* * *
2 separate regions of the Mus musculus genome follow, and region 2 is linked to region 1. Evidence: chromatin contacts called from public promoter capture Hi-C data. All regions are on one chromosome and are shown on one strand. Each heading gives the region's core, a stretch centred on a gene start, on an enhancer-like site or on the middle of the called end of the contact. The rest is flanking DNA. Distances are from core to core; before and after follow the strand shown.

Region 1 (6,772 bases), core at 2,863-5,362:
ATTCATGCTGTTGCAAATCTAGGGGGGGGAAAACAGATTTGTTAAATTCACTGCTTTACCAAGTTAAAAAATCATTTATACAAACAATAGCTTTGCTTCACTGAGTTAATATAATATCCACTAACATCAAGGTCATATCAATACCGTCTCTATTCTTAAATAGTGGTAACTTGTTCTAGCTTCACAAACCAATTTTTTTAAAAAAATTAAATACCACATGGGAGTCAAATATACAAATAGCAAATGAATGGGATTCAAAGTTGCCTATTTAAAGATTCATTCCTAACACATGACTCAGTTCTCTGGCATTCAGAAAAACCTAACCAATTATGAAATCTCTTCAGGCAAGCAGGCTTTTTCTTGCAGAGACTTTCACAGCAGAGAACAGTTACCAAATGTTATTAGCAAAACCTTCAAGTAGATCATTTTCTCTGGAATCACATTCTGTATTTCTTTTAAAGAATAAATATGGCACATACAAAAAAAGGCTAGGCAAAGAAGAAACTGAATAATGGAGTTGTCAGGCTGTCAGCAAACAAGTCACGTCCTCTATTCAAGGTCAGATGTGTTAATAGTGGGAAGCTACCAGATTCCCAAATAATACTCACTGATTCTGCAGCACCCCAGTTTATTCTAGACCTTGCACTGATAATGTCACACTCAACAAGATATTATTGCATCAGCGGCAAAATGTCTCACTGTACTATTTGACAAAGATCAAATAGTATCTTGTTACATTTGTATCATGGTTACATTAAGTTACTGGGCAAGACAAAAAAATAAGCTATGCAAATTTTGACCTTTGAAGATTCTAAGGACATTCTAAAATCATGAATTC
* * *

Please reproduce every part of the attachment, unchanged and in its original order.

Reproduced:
2 separate regions of the Mus musculus genome follow, and region 2 is linked to region 1. Evidence: chromatin contacts called from public promoter capture Hi-C data. All regions are on one chromosome and are shown on one strand. Each heading gives the region's core, a stretch centred on a gene start, on an enhancer-like site or on the middle of the called end of the contact. The rest is flanking DNA. Distances are from core to core; before and after follow the strand shown.

Region 1 (6,772 bases), core at 2,863-5,362:
ATTCATGCTGTTGCAAATCTAGGGGGGGGAAAACAGATTTGTTAAATTCACTGCTTTACCAAGTTAAAAAATCATTTATACAAACAATAGCTTTGCTTCACTGAGTTAATATAATATCCACTAACATCAAGGTCATATCAATACCGTCTCTATTCTTAAATAGTGGTAACTTGTTCTAGCTTCACAAACCAATTTTTTTAAAAAAATTAAATACCACATGGGAGTCAAATATACAAATAGCAAATGAATGGGATTCAAAGTTGCCTATTTAAAGATTCATTCCTAACACATGACTCAGTTCTCTGGCATTCAGAAAAACCTAACCAATTATGAAATCTCTTCAGGCAAGCAGGCTTTTTCTTGCAGAGACTTTCACAGCAGAGAACAGTTACCAAATGTTATTAGCAAAACCTTCAAGTAGATCATTTTCTCTGGAATCACATTCTGTATTTCTTTTAAAGAATAAATATGGCACATACAAAAAAAGGCTAGGCAAAGAAGAAACTGAATAATGGAGTTGTCAGGCTGTCAGCAAACAAGTCACGTCCTCTATTCAAGGTCAGATGTGTTAATAGTGGGAAGCTACCAGATTCCCAAATAATACTCACTGATTCTGCAGCACCCCAGTTTATTCTAGACCTTGCACTGATAATGTCACACTCAACAAGATATTATTGCATCAGCGGCAAAATGTCTCACTGTACTATTTGACAAAGATCAAATAGTATCTTGTTACATTTGTATCATGGTTACATTAAGTTACTGGGCAAGACAAAAAAATAAGCTATGCAAATTTTGACCTTTGAAGATTCTAAGGACATTCTAAAATCATGAATTC